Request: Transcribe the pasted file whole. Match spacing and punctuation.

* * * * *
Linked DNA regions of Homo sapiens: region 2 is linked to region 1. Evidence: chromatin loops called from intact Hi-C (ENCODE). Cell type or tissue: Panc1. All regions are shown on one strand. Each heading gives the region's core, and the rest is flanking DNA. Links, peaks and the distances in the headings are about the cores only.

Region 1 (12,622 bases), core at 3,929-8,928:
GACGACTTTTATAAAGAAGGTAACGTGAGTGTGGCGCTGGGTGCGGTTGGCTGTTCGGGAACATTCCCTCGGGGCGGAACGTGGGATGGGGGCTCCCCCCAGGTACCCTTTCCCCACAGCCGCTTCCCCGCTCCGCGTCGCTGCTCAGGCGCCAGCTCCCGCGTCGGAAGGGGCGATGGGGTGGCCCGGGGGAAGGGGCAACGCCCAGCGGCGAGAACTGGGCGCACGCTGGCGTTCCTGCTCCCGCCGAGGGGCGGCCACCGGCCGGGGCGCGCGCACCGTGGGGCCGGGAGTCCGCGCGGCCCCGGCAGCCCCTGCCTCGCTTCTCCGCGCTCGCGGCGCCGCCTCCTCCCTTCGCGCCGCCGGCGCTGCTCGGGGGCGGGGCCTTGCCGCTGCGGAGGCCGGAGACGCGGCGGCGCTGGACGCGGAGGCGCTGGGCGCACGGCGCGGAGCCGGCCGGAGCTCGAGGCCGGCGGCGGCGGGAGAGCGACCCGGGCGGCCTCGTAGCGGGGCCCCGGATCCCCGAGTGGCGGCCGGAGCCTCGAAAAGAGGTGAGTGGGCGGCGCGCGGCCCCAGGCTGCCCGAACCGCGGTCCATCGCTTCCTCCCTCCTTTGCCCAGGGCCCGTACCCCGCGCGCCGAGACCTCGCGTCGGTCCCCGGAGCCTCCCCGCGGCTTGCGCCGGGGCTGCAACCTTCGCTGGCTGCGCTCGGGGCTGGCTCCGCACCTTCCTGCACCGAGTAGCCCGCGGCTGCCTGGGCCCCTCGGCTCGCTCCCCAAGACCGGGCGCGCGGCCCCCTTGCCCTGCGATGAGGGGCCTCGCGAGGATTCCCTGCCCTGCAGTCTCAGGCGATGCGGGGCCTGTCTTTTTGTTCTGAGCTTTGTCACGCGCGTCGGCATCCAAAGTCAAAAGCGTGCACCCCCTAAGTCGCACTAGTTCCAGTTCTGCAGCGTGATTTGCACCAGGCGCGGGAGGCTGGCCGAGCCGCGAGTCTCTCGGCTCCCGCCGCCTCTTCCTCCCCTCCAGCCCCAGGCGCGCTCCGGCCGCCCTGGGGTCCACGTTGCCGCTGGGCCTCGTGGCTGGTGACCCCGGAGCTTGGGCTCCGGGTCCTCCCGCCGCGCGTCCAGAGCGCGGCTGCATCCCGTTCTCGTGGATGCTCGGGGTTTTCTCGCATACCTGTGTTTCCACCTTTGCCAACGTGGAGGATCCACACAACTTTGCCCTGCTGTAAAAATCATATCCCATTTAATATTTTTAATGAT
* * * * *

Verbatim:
Linked DNA regions of Homo sapiens: region 2 is linked to region 1. Evidence: chromatin loops called from intact Hi-C (ENCODE). Cell type or tissue: Panc1. All regions are shown on one strand. Each heading gives the region's core, and the rest is flanking DNA. Links, peaks and the distances in the headings are about the cores only.

Region 1 (12,622 bases), core at 3,929-8,928:
GACGACTTTTATAAAGAAGGTAACGTGAGTGTGGCGCTGGGTGCGGTTGGCTGTTCGGGAACATTCCCTCGGGGCGGAACGTGGGATGGGGGCTCCCCCCAGGTACCCTTTCCCCACAGCCGCTTCCCCGCTCCGCGTCGCTGCTCAGGCGCCAGCTCCCGCGTCGGAAGGGGCGATGGGGTGGCCCGGGGGAAGGGGCAACGCCCAGCGGCGAGAACTGGGCGCACGCTGGCGTTCCTGCTCCCGCCGAGGGGCGGCCACCGGCCGGGGCGCGCGCACCGTGGGGCCGGGAGTCCGCGCGGCCCCGGCAGCCCCTGCCTCGCTTCTCCGCGCTCGCGGCGCCGCCTCCTCCCTTCGCGCCGCCGGCGCTGCTCGGGGGCGGGGCCTTGCCGCTGCGGAGGCCGGAGACGCGGCGGCGCTGGACGCGGAGGCGCTGGGCGCACGGCGCGGAGCCGGCCGGAGCTCGAGGCCGGCGGCGGCGGGAGAGCGACCCGGGCGGCCTCGTAGCGGGGCCCCGGATCCCCGAGTGGCGGCCGGAGCCTCGAAAAGAGGTGAGTGGGCGGCGCGCGGCCCCAGGCTGCCCGAACCGCGGTCCATCGCTTCCTCCCTCCTTTGCCCAGGGCCCGTACCCCGCGCGCCGAGACCTCGCGTCGGTCCCCGGAGCCTCCCCGCGGCTTGCGCCGGGGCTGCAACCTTCGCTGGCTGCGCTCGGGGCTGGCTCCGCACCTTCCTGCACCGAGTAGCCCGCGGCTGCCTGGGCCCCTCGGCTCGCTCCCCAAGACCGGGCGCGCGGCCCCCTTGCCCTGCGATGAGGGGCCTCGCGAGGATTCCCTGCCCTGCAGTCTCAGGCGATGCGGGGCCTGTCTTTTTGTTCTGAGCTTTGTCACGCGCGTCGGCATCCAAAGTCAAAAGCGTGCACCCCCTAAGTCGCACTAGTTCCAGTTCTGCAGCGTGATTTGCACCAGGCGCGGGAGGCTGGCCGAGCCGCGAGTCTCTCGGCTCCCGCCGCCTCTTCCTCCCCTCCAGCCCCAGGCGCGCTCCGGCCGCCCTGGGGTCCACGTTGCCGCTGGGCCTCGTGGCTGGTGACCCCGGAGCTTGGGCTCCGGGTCCTCCCGCCGCGCGTCCAGAGCGCGGCTGCATCCCGTTCTCGTGGATGCTCGGGGTTTTCTCGCATACCTGTGTTTCCACCTTTGCCAACGTGGAGGATCCACACAACTTTGCCCTGCTGTAAAAATCATATCCCATTTAATATTTTTAATGAT